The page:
In collaboration with the Ministry of Environment and the UNDP, the Municipality of Sidon has implemented a project to replace the infamous “garbage mountain” that has been a nuisance to the city’s residents for decades. The municipality plans to replace the mountain with a 35,000 square meter park. Today the there is no sign of the waste as the municipality boasts massive environmental benefits as a result.
Saida’s dumpsite had been used for 30 years and attracted all types of waste: industrial, medical, slaughterhouse, organic, tanneries, tires and hazardous waste. Since its operation in 1982, the site has been collecting about 300 tons of waste per day. In order to rehabilitate it, the first step was degasification of the landfill to avoid any explosions from trapped gases. The waste was then sorted in a sorting facility such that organic waste is transported to the sanitary landfill cells while non-polluting inert material is aggregated on the site for use as fill material. The sanitary landfill consists of three cells, liquid (leachate) collection system, and a gas collection network. The organic material is expected to take around 7 to 10 years to fully biodegrade, after which the landfill will be covered with agricultural soil and transformed into a public park.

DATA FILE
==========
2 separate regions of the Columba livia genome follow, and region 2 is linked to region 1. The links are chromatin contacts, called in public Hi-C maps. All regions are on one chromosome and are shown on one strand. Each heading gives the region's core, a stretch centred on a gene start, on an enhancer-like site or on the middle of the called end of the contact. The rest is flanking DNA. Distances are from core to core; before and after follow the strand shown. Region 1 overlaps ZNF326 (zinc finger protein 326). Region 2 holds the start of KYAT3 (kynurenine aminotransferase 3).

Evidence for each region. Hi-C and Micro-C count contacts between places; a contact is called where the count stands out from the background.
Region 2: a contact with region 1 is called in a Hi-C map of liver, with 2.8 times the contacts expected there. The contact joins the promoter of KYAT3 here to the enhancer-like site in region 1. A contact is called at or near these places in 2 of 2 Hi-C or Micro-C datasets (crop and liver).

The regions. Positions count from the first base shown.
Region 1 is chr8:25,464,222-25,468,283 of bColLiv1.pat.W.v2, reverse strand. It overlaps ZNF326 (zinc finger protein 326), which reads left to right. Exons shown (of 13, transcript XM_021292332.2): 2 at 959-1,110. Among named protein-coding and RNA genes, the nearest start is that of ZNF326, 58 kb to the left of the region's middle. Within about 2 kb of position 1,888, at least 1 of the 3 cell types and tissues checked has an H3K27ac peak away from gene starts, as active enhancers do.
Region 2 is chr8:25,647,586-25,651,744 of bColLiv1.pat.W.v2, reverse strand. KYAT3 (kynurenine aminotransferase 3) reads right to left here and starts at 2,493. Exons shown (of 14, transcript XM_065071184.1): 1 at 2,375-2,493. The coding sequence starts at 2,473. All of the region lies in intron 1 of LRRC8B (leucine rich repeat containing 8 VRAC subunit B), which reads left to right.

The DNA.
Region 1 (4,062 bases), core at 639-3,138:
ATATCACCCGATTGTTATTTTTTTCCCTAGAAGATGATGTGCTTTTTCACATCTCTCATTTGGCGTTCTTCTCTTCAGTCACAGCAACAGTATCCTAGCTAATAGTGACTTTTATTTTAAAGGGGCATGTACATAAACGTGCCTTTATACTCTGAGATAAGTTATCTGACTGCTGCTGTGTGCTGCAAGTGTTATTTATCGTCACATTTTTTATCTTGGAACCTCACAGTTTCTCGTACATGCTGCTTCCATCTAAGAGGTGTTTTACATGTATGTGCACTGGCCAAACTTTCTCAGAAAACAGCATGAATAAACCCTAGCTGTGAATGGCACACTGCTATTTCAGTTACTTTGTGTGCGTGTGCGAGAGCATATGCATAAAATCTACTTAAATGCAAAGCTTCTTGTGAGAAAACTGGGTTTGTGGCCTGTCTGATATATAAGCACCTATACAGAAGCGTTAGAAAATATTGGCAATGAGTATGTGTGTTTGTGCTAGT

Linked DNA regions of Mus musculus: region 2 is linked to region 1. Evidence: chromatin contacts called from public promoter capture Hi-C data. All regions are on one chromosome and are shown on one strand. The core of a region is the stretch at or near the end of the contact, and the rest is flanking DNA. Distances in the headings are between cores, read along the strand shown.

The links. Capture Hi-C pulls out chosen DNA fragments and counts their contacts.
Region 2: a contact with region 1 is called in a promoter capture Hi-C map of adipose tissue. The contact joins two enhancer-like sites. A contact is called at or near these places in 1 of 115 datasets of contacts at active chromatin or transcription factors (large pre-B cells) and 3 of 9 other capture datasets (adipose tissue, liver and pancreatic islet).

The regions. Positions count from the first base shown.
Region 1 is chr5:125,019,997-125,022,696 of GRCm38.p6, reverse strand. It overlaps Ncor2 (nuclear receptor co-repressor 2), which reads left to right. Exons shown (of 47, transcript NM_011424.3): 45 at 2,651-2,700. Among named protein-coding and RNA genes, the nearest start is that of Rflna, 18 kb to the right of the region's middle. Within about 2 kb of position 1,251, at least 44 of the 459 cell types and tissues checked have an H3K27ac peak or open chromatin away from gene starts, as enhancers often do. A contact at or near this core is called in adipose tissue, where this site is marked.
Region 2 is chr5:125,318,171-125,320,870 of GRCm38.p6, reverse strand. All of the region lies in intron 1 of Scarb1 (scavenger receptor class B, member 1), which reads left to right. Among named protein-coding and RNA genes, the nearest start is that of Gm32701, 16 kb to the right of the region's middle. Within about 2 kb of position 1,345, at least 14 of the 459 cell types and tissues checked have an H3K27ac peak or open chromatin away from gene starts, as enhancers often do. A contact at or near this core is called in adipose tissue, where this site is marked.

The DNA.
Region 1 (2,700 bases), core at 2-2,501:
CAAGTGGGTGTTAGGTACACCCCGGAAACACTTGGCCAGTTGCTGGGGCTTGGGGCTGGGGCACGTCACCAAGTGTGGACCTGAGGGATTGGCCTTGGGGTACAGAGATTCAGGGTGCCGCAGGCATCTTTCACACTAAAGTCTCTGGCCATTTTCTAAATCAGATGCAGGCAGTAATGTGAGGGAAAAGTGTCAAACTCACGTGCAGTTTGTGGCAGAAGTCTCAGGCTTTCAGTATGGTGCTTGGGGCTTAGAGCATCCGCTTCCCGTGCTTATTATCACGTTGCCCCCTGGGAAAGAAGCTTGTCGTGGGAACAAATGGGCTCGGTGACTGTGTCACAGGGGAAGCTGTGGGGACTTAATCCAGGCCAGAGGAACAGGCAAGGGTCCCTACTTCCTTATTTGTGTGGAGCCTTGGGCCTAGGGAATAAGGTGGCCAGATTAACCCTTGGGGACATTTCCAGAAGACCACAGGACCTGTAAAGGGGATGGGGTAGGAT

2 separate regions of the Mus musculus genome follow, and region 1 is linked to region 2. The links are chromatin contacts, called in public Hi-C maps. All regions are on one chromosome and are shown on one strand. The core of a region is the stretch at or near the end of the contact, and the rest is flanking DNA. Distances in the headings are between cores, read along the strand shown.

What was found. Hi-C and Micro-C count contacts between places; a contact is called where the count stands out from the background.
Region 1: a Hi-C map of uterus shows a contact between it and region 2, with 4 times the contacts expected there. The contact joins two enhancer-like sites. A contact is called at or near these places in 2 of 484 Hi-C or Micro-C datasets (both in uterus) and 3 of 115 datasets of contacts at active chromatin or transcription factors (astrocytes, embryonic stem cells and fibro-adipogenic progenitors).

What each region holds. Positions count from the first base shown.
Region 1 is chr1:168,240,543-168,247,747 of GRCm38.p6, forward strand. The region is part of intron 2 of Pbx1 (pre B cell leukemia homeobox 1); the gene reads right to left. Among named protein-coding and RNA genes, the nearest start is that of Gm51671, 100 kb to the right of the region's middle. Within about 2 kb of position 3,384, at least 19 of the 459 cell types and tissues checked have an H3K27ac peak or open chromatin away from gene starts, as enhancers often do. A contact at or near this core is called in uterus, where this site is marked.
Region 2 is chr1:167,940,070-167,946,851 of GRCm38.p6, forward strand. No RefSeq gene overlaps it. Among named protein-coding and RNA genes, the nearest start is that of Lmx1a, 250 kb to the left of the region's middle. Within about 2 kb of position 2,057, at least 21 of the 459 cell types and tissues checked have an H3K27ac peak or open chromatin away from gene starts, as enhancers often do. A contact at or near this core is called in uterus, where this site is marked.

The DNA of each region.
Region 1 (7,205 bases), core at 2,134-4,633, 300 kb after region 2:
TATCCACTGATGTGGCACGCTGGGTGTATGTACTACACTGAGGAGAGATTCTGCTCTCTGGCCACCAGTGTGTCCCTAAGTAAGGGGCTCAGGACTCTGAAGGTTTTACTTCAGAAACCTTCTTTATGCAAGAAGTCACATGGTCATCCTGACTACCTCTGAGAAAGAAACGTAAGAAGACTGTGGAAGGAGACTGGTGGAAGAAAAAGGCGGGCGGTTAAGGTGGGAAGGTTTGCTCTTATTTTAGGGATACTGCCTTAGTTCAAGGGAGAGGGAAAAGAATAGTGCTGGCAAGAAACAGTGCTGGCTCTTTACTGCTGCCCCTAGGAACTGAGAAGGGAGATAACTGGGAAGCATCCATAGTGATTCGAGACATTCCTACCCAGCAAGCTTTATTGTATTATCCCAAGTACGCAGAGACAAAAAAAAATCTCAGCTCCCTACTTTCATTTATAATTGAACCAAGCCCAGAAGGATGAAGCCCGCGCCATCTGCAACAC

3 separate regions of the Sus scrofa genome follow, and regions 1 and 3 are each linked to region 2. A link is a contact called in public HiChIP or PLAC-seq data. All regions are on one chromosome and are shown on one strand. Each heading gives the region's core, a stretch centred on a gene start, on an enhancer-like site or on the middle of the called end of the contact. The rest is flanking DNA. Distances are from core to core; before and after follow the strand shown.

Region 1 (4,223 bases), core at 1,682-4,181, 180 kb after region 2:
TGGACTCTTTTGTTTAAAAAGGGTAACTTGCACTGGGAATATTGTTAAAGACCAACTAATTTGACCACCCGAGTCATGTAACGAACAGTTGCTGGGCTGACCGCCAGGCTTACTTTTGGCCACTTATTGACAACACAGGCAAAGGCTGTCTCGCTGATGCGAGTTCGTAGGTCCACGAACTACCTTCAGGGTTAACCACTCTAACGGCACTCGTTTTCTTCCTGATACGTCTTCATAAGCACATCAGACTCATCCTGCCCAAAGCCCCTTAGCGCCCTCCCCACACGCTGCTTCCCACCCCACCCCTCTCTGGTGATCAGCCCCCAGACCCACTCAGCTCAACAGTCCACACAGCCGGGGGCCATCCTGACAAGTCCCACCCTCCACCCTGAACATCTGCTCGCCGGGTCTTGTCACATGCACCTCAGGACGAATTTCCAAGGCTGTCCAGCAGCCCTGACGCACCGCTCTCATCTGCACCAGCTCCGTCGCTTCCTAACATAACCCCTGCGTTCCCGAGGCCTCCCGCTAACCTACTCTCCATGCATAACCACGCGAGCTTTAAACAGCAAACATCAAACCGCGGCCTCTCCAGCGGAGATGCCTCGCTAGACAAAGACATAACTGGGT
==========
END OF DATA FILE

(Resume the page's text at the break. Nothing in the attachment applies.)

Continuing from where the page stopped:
The removal of the mountain has been an impressive feat as it was done in a record time. During the initial stages of the project residents have accused the contractors of mismanaging the waste. Residents complained that the waste was not being treated and the foul odor has remained. The speed with which the project was implemented raised questions about how efficient the sorting of waste was being undertaking as only one sorting facility was being used to process thousands of tons of waste.
There have also been accusations that the waste was being dumped into the sea. Over the past two months the Lebanese Professional Divers’ Syndicate has been performing dives off the coast Sidon searching for underwater waste. The divers found an alarming level of waste 4 km off the coast of Sidon: 16 cubic meters of plastic waste and 6 cubic meters of medical waste. Medical waste included tubes, x-rays, blood bags, dialysis, drops, urine bags, gloves, masks and sanitary napkins. It is unclear however if the waste had been dumped recently or has been accumulating over time.
The UNDP and the implementing partners including the Municipality of Sidon have denied these claims and stressed that activities were undertaken in accordance with international standards. However, the Municipality’s history in dealing with environmental problems in a sustainable manner is not reassuring. In the 1990s, to combat pollution of three rivers from the city’s sewerage system, the Municipality of Sidon built large pipes to carry the three streams and the wastewater and dump them into the sea. While this was being publicized by authorities as an “environmental solution,” the reality is that this water pollutes the coast and emits foul odors. Instead of solving the problem, it was relocated while transforming the natural landscape of the city.